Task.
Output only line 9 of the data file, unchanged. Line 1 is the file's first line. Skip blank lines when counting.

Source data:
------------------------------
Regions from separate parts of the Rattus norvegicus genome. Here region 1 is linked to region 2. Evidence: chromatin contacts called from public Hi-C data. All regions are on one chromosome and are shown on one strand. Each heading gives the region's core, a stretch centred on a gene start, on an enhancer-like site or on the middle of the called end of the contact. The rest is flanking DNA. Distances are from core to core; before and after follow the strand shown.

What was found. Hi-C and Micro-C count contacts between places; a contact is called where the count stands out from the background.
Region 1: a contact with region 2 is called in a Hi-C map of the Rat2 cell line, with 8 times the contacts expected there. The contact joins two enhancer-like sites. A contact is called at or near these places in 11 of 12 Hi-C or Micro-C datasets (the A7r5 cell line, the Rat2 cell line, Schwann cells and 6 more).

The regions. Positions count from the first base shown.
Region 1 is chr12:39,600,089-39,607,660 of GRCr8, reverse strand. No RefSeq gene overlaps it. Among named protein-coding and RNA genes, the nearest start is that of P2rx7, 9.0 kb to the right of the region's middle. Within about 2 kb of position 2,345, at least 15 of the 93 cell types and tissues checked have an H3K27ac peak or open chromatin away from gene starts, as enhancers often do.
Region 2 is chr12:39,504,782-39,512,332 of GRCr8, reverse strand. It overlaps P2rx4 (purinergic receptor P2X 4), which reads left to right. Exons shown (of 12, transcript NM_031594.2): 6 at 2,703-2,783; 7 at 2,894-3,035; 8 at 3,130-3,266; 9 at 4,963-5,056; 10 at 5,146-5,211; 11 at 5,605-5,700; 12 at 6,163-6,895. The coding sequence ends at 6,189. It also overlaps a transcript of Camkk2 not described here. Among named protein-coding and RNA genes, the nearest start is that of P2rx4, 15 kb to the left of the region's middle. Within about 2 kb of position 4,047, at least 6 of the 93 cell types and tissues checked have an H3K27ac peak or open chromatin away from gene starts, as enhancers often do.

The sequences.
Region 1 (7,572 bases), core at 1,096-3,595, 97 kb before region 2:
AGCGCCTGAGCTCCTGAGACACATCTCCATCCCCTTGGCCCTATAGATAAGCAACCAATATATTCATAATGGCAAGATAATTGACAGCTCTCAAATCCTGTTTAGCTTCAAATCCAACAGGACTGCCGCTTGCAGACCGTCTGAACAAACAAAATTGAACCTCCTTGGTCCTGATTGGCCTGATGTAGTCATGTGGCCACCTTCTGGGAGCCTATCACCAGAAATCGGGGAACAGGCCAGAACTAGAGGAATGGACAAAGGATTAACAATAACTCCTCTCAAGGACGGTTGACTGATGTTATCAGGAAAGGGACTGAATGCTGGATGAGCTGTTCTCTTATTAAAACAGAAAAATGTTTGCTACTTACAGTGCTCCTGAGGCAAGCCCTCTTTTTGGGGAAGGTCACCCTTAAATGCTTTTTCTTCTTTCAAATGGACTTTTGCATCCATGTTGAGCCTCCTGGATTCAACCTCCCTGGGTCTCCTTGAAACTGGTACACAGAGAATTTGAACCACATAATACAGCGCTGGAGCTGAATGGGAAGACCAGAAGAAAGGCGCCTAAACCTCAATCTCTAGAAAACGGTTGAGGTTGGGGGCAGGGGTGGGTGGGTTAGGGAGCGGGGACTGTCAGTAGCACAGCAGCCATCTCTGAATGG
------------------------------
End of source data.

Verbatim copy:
AGCGCCTGAGCTCCTGAGACACATCTCCATCCCCTTGGCCCTATAGATAAGCAACCAATATATTCATAATGGCAAGATAATTGACAGCTCTCAAATCCTGTTTAGCTTCAAATCCAACAGGACTGCCGCTTGCAGACCGTCTGAACAAACAAAATTGAACCTCCTTGGTCCTGATTGGCCTGATGTAGTCATGTGGCCACCTTCTGGGAGCCTATCACCAGAAATCGGGGAACAGGCCAGAACTAGAGGAATGGACAAAGGATTAACAATAACTCCTCTCAAGGACGGTTGACTGATGTTATCAGGAAAGGGACTGAATGCTGGATGAGCTGTTCTCTTATTAAAACAGAAAAATGTTTGCTACTTACAGTGCTCCTGAGGCAAGCCCTCTTTTTGGGGAAGGTCACCCTTAAATGCTTTTTCTTCTTTCAAATGGACTTTTGCATCCATGTTGAGCCTCCTGGATTCAACCTCCCTGGGTCTCCTTGAAACTGGTACACAGAGAATTTGAACCACATAATACAGCGCTGGAGCTGAATGGGAAGACCAGAAGAAAGGCGCCTAAACCTCAATCTCTAGAAAACGGTTGAGGTTGGGGGCAGGGGTGGGTGGGTTAGGGAGCGGGGACTGTCAGTAGCACAGCAGCCATCTCTGAATGG